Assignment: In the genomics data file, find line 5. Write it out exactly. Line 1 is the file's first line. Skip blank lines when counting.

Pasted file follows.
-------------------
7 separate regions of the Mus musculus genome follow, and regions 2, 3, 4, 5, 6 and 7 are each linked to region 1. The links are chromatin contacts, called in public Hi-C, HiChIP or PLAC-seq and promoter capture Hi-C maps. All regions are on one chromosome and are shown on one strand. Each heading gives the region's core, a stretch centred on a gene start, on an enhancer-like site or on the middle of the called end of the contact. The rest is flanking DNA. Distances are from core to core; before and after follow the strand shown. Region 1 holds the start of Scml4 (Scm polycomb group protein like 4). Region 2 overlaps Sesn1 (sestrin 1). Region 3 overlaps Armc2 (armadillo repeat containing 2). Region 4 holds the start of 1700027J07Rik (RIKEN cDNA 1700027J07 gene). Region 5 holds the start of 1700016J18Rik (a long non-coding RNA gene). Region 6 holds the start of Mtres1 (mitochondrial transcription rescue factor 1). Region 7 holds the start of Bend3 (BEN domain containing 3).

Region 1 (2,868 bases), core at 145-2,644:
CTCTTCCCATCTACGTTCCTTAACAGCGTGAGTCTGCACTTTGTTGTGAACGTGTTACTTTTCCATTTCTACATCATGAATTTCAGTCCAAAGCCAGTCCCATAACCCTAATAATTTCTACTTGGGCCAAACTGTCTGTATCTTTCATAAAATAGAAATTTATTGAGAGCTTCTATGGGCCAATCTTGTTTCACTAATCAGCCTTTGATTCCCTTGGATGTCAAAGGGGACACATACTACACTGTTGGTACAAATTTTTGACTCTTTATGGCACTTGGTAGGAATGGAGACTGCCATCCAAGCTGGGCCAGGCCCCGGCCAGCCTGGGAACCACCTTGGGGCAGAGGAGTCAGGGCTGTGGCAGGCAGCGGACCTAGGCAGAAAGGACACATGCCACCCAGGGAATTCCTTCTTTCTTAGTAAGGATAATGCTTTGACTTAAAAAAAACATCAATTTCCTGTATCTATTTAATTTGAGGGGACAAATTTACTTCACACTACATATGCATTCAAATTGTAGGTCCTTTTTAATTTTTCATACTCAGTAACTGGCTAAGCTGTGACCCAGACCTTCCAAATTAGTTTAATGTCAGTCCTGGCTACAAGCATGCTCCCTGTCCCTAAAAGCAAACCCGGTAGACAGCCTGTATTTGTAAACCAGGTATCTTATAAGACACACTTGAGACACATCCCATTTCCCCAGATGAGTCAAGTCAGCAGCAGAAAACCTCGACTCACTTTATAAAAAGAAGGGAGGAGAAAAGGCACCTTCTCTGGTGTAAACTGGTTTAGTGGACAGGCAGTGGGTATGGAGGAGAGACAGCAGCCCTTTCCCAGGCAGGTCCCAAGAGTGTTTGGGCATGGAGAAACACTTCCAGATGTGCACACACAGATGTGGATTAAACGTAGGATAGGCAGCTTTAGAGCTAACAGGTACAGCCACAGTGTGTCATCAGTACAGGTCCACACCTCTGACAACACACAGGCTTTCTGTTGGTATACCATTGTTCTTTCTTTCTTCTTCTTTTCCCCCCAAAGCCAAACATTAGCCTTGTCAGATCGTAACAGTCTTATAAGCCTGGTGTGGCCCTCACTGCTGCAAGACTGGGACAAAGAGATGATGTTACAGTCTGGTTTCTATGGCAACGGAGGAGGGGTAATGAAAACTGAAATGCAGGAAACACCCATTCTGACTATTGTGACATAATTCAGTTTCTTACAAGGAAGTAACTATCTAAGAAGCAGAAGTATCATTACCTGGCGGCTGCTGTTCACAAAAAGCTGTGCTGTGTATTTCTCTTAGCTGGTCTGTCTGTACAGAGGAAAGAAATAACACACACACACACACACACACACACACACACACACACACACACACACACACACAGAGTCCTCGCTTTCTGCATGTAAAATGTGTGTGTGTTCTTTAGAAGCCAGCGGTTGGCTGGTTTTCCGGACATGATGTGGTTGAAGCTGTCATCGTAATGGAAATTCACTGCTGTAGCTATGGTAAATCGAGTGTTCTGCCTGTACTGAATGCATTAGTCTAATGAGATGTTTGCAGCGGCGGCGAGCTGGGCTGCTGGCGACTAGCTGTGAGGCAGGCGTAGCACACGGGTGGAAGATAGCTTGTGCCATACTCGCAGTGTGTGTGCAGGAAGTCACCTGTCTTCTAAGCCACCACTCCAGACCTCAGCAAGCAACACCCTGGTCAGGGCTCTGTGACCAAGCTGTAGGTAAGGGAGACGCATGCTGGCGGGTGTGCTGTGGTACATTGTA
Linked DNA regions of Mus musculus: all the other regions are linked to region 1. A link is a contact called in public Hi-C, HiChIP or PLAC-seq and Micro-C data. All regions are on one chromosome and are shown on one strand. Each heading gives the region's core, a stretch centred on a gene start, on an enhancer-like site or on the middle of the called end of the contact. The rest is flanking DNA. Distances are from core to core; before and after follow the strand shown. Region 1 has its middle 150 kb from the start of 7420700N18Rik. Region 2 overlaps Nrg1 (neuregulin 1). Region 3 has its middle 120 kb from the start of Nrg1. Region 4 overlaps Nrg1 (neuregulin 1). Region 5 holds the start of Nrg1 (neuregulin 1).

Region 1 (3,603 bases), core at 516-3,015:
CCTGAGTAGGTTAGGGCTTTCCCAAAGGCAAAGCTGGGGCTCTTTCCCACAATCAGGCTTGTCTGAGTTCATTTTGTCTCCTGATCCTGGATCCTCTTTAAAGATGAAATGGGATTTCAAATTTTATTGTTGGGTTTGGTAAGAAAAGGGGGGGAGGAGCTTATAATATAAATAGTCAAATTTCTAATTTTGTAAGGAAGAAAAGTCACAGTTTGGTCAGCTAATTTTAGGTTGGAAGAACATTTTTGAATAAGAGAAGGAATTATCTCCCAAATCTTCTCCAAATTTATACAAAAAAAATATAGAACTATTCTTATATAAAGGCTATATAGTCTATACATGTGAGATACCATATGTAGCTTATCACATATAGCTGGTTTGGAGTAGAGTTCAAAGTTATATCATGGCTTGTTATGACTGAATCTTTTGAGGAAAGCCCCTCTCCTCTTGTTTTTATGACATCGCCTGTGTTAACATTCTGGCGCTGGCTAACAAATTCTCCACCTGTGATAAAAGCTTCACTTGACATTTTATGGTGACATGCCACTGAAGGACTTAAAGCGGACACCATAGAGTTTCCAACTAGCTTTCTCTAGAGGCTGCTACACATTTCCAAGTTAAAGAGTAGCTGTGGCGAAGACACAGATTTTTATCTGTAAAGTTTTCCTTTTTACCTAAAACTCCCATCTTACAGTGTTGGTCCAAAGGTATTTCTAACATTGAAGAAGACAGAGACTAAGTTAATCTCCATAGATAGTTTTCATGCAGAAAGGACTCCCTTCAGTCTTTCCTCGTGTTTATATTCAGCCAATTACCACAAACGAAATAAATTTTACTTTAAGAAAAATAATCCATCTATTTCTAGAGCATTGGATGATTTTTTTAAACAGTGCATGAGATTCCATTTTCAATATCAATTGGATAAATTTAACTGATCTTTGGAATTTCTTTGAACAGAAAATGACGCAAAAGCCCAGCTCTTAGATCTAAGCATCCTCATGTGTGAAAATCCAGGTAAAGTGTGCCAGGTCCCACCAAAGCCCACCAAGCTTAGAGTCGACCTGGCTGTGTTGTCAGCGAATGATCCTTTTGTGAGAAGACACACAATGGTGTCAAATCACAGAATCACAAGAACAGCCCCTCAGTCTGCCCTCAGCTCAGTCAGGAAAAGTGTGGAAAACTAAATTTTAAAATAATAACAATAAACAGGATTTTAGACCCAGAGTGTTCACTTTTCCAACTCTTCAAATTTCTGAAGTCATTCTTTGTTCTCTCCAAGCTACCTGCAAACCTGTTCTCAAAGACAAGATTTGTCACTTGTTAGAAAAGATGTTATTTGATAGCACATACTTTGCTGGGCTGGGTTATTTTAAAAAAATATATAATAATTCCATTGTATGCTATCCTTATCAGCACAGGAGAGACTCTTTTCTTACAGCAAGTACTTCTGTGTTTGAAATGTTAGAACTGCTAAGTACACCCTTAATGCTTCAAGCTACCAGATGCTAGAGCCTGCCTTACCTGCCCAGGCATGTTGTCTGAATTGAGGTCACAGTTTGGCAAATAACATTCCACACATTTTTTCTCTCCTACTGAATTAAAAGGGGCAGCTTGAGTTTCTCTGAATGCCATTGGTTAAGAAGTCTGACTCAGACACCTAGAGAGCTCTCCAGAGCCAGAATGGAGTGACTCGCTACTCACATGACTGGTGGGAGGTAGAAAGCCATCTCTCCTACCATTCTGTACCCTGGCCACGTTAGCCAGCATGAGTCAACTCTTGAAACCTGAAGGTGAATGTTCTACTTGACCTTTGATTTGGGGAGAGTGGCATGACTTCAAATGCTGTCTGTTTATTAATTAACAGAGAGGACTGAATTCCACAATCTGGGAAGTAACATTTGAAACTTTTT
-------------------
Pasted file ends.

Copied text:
Region 1 (3,603 bases), core at 516-3,015: